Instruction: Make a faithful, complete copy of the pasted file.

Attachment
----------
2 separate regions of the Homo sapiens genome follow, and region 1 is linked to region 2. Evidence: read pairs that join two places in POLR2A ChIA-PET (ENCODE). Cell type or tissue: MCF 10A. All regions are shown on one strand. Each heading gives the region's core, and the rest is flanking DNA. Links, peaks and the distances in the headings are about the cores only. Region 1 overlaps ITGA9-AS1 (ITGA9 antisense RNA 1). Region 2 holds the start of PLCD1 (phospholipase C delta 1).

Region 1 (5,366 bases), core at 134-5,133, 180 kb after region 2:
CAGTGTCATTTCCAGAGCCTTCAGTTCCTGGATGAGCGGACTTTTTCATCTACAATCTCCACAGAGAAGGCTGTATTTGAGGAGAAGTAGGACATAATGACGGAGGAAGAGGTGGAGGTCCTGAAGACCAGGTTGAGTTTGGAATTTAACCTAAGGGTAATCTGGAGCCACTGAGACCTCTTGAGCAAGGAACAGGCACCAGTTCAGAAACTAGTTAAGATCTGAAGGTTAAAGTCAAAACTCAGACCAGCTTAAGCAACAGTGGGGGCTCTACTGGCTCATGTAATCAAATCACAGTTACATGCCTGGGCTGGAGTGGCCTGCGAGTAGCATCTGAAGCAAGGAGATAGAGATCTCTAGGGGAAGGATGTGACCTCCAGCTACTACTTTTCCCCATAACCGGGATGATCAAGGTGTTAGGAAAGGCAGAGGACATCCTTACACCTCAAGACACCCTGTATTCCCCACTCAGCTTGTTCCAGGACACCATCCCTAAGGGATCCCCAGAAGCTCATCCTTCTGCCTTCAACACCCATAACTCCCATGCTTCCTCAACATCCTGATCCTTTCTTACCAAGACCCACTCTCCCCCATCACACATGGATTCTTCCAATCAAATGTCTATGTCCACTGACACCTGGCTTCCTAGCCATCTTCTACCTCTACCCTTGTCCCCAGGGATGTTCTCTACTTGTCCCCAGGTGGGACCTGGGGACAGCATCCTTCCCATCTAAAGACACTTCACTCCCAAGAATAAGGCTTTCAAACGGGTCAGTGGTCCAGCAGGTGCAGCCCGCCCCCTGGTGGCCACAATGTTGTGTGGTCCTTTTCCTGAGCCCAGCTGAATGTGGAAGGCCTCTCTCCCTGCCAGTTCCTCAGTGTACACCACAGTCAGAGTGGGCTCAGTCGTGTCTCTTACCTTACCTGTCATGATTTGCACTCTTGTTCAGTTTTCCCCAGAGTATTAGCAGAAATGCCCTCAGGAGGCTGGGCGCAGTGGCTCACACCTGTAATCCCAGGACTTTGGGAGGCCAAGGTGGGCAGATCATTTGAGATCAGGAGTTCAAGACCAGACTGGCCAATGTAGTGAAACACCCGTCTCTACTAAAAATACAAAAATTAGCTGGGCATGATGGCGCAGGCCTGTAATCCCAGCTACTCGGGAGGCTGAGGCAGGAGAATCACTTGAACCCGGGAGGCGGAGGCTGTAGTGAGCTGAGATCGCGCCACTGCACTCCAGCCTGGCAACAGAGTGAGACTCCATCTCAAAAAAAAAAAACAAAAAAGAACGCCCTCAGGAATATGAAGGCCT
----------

2 separate regions of the Homo sapiens genome follow, and region 1 is linked to region 2. Evidence: read pairs that join two places in POLR2A ChIA-PET (ENCODE). Cell type or tissue: MCF 10A. All regions are shown on one strand. Each heading gives the region's core, and the rest is flanking DNA. Links, peaks and the distances in the headings are about the cores only. Region 1 overlaps ITGA9-AS1 (ITGA9 antisense RNA 1). Region 2 holds the start of PLCD1 (phospholipase C delta 1).

Region 1 (5,366 bases), core at 134-5,133, 180 kb after region 2:
CAGTGTCATTTCCAGAGCCTTCAGTTCCTGGATGAGCGGACTTTTTCATCTACAATCTCCACAGAGAAGGCTGTATTTGAGGAGAAGTAGGACATAATGACGGAGGAAGAGGTGGAGGTCCTGAAGACCAGGTTGAGTTTGGAATTTAACCTAAGGGTAATCTGGAGCCACTGAGACCTCTTGAGCAAGGAACAGGCACCAGTTCAGAAACTAGTTAAGATCTGAAGGTTAAAGTCAAAACTCAGACCAGCTTAAGCAACAGTGGGGGCTCTACTGGCTCATGTAATCAAATCACAGTTACATGCCTGGGCTGGAGTGGCCTGCGAGTAGCATCTGAAGCAAGGAGATAGAGATCTCTAGGGGAAGGATGTGACCTCCAGCTACTACTTTTCCCCATAACCGGGATGATCAAGGTGTTAGGAAAGGCAGAGGACATCCTTACACCTCAAGACACCCTGTATTCCCCACTCAGCTTGTTCCAGGACACCATCCCTAAGGGATCCCCAGAAGCTCATCCTTCTGCCTTCAACACCCATAACTCCCATGCTTCCTCAACATCCTGATCCTTTCTTACCAAGACCCACTCTCCCCCATCACACATGGATTCTTCCAATCAAATGTCTATGTCCACTGACACCTGGCTTCCTAGCCATCTTCTACCTCTACCCTTGTCCCCAGGGATGTTCTCTACTTGTCCCCAGGTGGGACCTGGGGACAGCATCCTTCCCATCTAAAGACACTTCACTCCCAAGAATAAGGCTTTCAAACGGGTCAGTGGTCCAGCAGGTGCAGCCCGCCCCCTGGTGGCCACAATGTTGTGTGGTCCTTTTCCTGAGCCCAGCTGAATGTGGAAGGCCTCTCTCCCTGCCAGTTCCTCAGTGTACACCACAGTCAGAGTGGGCTCAGTCGTGTCTCTTACCTTACCTGTCATGATTTGCACTCTTGTTCAGTTTTCCCCAGAGTATTAGCAGAAATGCCCTCAGGAGGCTGGGCGCAGTGGCTCACACCTGTAATCCCAGGACTTTGGGAGGCCAAGGTGGGCAGATCATTTGAGATCAGGAGTTCAAGACCAGACTGGCCAATGTAGTGAAACACCCGTCTCTACTAAAAATACAAAAATTAGCTGGGCATGATGGCGCAGGCCTGTAATCCCAGCTACTCGGGAGGCTGAGGCAGGAGAATCACTTGAACCCGGGAGGCGGAGGCTGTAGTGAGCTGAGATCGCGCCACTGCACTCCAGCCTGGCAACAGAGTGAGACTCCATCTCAAAAAAAAAAAACAAAAAAGAACGCCCTCAGGAATATGAAGGCCT